Three innovative Wisconsin attorneys have three things in common. They all practice within their own small firms, and they all serve clients nationwide. But what makes them stand out as leaders, for the most part, is a third commonality: They’re all practicing in areas that didn’t exist when they were in law school.
If not for the infamous Bernie Madoff, Brian H. Mahanymight not have a cutting edge practice concentration. Madoff’s arrest and conviction drew the public’s attention to, and outrage about, financial fraud.
Mahany, of Mahany & Ertl, LLC, first ventured into asset recovery in 2008, when a fellow attorney lamented to him what appeared to be a sizeable, uncollectable judgment. Mahany saw it as an opportunity to prevent someone who’d engaged in employment discrimination from getting away with fraud.
The judgment has since been satisfied, and Mahany now dedicates about 50 percent of his work time to asset recovery.
“Asset recovery has just sstarted to become a specialty practice area for lawyers, investigators, law enforcement and accountants,” said Mahany. “The Madoff scandal, rapid increase of sophisticated cross-border frauds, and the rise of Foreign Corrupt Practices Act prosecutions have created a need for skilled professionals who understand complex fraud and can recover hidden assets for victims.”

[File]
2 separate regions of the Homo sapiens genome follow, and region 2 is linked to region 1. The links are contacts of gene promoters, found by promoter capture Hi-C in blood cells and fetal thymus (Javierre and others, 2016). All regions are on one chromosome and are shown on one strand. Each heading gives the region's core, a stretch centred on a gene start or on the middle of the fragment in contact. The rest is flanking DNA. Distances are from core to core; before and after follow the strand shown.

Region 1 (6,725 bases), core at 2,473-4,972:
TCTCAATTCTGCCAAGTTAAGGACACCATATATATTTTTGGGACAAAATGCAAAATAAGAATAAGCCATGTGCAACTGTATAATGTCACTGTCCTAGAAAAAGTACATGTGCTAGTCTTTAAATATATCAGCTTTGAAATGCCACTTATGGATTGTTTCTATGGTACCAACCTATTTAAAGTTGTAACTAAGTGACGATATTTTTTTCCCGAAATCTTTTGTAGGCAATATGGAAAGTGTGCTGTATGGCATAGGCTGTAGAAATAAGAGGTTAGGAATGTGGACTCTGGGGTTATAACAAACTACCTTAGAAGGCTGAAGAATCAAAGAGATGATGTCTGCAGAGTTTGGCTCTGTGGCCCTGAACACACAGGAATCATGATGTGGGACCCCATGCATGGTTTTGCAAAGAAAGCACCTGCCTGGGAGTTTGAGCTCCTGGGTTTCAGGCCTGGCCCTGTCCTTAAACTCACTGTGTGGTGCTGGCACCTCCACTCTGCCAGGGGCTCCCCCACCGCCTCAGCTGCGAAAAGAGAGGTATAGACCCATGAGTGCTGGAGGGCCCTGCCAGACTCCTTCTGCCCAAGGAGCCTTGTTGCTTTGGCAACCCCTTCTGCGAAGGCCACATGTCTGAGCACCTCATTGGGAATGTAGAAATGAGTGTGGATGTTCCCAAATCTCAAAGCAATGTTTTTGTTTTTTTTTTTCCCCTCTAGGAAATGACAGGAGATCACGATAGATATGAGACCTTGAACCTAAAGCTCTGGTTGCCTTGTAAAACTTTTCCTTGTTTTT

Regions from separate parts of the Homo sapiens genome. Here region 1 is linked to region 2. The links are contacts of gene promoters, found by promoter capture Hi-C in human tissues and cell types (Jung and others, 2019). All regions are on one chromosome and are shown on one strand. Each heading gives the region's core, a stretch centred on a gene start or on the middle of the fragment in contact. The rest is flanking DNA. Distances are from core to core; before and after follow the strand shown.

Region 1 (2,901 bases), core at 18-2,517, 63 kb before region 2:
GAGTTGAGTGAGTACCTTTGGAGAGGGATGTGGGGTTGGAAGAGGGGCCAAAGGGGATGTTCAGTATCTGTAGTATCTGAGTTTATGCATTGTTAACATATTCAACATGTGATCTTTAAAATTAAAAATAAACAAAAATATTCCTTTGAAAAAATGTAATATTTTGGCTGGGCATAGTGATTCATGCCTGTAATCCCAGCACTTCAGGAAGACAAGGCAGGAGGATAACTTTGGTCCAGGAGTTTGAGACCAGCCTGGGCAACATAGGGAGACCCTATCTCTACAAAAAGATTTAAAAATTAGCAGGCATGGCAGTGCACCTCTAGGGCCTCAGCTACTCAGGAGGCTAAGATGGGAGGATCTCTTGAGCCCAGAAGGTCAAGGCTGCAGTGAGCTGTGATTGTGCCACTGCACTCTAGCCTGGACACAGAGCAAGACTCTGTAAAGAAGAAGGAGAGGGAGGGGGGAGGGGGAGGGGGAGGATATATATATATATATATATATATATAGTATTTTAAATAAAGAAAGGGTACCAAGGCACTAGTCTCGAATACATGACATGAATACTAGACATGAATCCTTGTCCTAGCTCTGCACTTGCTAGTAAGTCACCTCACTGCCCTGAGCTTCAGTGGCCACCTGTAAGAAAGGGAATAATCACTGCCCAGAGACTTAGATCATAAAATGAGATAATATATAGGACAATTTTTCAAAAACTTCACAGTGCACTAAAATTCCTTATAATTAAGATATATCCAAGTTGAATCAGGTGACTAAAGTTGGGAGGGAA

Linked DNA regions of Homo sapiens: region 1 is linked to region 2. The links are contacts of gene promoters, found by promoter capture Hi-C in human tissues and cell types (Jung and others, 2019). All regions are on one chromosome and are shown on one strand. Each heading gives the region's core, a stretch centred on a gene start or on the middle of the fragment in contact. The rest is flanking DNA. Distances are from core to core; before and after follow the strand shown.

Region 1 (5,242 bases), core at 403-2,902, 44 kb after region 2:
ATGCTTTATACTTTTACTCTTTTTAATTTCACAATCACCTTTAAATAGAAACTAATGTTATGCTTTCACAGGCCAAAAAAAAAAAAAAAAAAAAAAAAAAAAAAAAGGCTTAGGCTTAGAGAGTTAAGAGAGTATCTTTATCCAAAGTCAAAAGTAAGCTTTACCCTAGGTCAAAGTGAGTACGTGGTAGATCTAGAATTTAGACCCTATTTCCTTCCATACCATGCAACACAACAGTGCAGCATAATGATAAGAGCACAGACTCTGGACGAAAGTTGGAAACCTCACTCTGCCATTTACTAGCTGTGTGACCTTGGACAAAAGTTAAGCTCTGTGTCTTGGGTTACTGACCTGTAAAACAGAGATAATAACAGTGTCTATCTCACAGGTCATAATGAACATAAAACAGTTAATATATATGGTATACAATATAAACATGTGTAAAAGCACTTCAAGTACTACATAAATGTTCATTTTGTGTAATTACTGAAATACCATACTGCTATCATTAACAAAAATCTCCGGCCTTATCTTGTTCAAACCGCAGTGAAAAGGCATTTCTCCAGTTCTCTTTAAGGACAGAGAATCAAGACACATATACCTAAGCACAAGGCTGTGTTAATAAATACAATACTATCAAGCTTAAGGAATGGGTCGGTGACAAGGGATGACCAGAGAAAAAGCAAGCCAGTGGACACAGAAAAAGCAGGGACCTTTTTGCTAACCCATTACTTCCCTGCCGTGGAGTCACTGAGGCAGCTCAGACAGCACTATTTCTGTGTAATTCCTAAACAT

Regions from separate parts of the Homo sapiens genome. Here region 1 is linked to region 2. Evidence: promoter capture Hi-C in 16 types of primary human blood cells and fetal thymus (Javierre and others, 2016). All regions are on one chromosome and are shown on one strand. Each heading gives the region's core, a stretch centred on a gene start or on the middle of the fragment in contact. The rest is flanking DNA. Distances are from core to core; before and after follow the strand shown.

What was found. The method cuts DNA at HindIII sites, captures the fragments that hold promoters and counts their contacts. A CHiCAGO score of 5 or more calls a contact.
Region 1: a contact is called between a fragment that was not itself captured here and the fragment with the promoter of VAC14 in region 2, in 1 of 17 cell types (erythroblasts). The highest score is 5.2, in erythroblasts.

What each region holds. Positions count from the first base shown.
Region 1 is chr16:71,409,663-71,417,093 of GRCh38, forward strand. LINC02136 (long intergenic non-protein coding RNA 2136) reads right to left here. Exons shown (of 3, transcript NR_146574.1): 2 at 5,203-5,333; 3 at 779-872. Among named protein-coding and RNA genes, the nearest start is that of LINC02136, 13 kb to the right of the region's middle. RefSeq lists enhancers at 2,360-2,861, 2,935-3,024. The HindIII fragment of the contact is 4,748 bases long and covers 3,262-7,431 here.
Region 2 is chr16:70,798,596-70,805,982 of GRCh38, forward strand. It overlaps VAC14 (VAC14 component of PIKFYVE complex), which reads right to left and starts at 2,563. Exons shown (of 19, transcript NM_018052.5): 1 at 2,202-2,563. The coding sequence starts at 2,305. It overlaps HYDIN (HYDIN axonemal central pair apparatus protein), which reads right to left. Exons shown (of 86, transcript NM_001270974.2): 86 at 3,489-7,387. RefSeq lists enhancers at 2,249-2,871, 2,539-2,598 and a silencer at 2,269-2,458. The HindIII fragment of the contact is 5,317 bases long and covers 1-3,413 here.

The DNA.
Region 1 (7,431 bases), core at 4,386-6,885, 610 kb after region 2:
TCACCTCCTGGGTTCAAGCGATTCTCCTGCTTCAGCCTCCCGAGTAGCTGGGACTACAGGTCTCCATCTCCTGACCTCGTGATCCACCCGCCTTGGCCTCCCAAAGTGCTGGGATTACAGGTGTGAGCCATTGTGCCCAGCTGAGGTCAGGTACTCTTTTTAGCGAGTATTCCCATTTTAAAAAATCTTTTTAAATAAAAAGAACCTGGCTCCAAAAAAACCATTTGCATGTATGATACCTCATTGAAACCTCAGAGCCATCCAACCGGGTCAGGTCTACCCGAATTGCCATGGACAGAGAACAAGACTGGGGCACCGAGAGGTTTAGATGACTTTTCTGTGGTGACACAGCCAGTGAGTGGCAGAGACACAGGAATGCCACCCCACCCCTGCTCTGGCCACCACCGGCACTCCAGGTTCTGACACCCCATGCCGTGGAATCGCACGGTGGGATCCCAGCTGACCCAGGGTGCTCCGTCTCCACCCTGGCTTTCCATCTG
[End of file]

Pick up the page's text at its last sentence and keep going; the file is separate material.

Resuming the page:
In another case, a client lost more than $1 million to a fraudulent investor. In addition to discovering that all of the investor’s credentials were false, Mahany’s law partner, Christopher J. Ertl, and a private investigator posed as prospective investors and got the evidence they needed to make sure their client
was made whole.
Mahany believes his small Milwaukee-based form is the only one in the state with a dedicated concentration in asset recovery.
While private investigators and fraud experts have been around quite some time, it’s only recently that lawyers have pursued asset recovery as a concentration. What lawyers bring is familiarity with foreign legal systems.Assets are often secreted offshore, in countries where banks operate with little transparency and government oversight. Lawyers also offer knowledge of the U.S. civil legal process; for example, an investigator cannot subpoena bank records pursuant to a fraudulent conveyances cause of action, but a lawyer can.
What makes the practice so rewarding, per Mahany, is “I still like to see the good guys win once in a while. I’m not going after businesses that have entered into transactions, who now just can’t meet their obligations. I’m talking about people who have intentionally ripped other people off.
”The unfortunate thing is, right now, they are in a growth industry.”
The words “electronic discovery” typically strike fear in clients, mainly due to the astronomical costs involved.
It doesn’t have to be that way, said Kelly Twigger of ESI Attorneys in Milwaukee. With her assistance, those costs can likely be substantially trimmed in many cases.
Twigger serves as “e-discovery counsel” in litigation, working with both in-house and outside counsel, offereing her independent advice — she’s not linked to any software vendor or organization.